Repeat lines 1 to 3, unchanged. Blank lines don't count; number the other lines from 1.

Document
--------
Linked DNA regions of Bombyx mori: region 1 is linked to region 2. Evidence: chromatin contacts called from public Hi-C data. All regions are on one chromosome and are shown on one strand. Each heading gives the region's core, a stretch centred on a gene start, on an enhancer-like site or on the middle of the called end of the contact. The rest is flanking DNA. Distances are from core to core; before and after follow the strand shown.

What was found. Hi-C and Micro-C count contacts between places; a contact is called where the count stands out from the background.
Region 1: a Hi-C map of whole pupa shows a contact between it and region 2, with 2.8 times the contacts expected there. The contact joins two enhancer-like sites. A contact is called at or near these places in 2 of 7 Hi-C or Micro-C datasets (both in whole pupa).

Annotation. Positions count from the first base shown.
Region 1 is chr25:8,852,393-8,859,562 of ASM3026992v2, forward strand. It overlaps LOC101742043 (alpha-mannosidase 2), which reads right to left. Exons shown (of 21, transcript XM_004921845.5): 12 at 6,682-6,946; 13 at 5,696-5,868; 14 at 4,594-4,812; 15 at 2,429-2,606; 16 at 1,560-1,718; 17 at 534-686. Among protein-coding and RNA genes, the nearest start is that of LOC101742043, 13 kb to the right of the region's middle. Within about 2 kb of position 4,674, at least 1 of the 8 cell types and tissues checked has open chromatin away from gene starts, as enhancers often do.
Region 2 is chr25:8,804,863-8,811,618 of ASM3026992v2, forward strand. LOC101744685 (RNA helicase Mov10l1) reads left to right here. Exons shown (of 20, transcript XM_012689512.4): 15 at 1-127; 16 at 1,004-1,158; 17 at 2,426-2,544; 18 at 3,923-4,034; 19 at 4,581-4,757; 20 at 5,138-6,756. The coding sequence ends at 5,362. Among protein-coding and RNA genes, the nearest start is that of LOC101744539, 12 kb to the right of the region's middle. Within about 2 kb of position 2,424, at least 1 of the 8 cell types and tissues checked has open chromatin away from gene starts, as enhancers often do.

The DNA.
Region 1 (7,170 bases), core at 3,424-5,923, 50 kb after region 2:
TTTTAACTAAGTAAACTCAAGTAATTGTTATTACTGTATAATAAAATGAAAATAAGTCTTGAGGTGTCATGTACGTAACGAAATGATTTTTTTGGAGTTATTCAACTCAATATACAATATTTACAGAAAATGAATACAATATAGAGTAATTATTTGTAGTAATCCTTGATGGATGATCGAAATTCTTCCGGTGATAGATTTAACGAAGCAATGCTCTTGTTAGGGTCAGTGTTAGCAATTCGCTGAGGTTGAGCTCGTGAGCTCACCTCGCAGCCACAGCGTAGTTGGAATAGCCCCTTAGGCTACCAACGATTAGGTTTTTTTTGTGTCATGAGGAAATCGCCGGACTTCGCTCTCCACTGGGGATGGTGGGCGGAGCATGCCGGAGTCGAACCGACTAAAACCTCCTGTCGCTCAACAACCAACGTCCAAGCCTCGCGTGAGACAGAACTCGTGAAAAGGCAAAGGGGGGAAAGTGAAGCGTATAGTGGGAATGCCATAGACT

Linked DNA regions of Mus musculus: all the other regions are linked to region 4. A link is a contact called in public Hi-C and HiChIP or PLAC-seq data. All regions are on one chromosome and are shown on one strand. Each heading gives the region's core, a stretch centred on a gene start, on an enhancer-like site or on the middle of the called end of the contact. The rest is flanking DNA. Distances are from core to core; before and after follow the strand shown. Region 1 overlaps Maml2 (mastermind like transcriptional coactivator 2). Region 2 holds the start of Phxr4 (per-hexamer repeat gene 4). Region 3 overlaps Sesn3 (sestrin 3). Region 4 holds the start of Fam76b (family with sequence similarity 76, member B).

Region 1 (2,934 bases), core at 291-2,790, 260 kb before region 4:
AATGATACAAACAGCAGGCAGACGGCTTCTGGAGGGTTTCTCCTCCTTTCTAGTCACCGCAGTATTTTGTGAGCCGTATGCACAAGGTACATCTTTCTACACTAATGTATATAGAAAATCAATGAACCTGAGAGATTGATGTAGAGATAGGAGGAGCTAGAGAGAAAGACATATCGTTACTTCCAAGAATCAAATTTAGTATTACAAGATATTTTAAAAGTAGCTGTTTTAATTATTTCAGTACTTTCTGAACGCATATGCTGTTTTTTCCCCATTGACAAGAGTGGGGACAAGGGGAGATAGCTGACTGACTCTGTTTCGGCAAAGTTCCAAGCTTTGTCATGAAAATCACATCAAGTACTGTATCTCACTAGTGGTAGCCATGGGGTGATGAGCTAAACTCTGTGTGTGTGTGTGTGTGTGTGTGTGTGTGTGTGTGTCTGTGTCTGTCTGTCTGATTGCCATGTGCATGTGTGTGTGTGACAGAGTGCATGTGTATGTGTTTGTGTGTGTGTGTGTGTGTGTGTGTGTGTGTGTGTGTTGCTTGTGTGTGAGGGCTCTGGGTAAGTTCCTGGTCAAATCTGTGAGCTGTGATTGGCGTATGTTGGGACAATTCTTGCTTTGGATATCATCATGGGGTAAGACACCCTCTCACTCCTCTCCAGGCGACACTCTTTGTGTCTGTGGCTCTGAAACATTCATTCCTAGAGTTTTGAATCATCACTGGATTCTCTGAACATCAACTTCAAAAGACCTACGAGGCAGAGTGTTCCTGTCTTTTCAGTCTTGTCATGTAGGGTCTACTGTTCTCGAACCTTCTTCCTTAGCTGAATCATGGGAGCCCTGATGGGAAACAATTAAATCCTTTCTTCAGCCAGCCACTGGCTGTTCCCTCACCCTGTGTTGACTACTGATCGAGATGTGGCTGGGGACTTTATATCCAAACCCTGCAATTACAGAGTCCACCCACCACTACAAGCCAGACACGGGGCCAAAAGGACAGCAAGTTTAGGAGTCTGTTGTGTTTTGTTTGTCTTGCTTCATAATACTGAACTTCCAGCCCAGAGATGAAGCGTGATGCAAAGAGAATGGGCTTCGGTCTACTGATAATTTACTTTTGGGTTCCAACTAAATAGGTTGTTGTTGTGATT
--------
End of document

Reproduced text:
Linked DNA regions of Bombyx mori: region 1 is linked to region 2. Evidence: chromatin contacts called from public Hi-C data. All regions are on one chromosome and are shown on one strand. Each heading gives the region's core, a stretch centred on a gene start, on an enhancer-like site or on the middle of the called end of the contact. The rest is flanking DNA. Distances are from core to core; before and after follow the strand shown.

What was found. Hi-C and Micro-C count contacts between places; a contact is called where the count stands out from the background.
Region 1: a Hi-C map of whole pupa shows a contact between it and region 2, with 2.8 times the contacts expected there. The contact joins two enhancer-like sites. A contact is called at or near these places in 2 of 7 Hi-C or Micro-C datasets (both in whole pupa).